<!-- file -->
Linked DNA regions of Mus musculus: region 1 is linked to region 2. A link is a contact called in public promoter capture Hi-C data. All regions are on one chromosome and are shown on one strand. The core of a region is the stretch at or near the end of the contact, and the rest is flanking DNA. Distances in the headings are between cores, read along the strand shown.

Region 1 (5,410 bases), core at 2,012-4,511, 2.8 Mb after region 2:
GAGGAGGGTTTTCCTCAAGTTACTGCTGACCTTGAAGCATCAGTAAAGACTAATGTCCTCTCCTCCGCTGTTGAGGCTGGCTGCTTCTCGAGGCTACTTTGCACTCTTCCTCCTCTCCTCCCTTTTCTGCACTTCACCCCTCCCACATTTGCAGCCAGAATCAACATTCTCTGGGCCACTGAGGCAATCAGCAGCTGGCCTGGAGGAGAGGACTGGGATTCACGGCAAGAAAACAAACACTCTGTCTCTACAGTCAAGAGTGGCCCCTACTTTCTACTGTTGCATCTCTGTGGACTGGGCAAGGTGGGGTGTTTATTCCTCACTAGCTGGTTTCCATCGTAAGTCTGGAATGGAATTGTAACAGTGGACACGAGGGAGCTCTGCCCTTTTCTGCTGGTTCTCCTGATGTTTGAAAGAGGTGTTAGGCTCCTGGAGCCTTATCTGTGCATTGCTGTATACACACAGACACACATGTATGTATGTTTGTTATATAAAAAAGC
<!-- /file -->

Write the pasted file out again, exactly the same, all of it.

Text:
Linked DNA regions of Mus musculus: region 1 is linked to region 2. A link is a contact called in public promoter capture Hi-C data. All regions are on one chromosome and are shown on one strand. The core of a region is the stretch at or near the end of the contact, and the rest is flanking DNA. Distances in the headings are between cores, read along the strand shown.

Region 1 (5,410 bases), core at 2,012-4,511, 2.8 Mb after region 2:
GAGGAGGGTTTTCCTCAAGTTACTGCTGACCTTGAAGCATCAGTAAAGACTAATGTCCTCTCCTCCGCTGTTGAGGCTGGCTGCTTCTCGAGGCTACTTTGCACTCTTCCTCCTCTCCTCCCTTTTCTGCACTTCACCCCTCCCACATTTGCAGCCAGAATCAACATTCTCTGGGCCACTGAGGCAATCAGCAGCTGGCCTGGAGGAGAGGACTGGGATTCACGGCAAGAAAACAAACACTCTGTCTCTACAGTCAAGAGTGGCCCCTACTTTCTACTGTTGCATCTCTGTGGACTGGGCAAGGTGGGGTGTTTATTCCTCACTAGCTGGTTTCCATCGTAAGTCTGGAATGGAATTGTAACAGTGGACACGAGGGAGCTCTGCCCTTTTCTGCTGGTTCTCCTGATGTTTGAAAGAGGTGTTAGGCTCCTGGAGCCTTATCTGTGCATTGCTGTATACACACAGACACACATGTATGTATGTTTGTTATATAAAAAAGC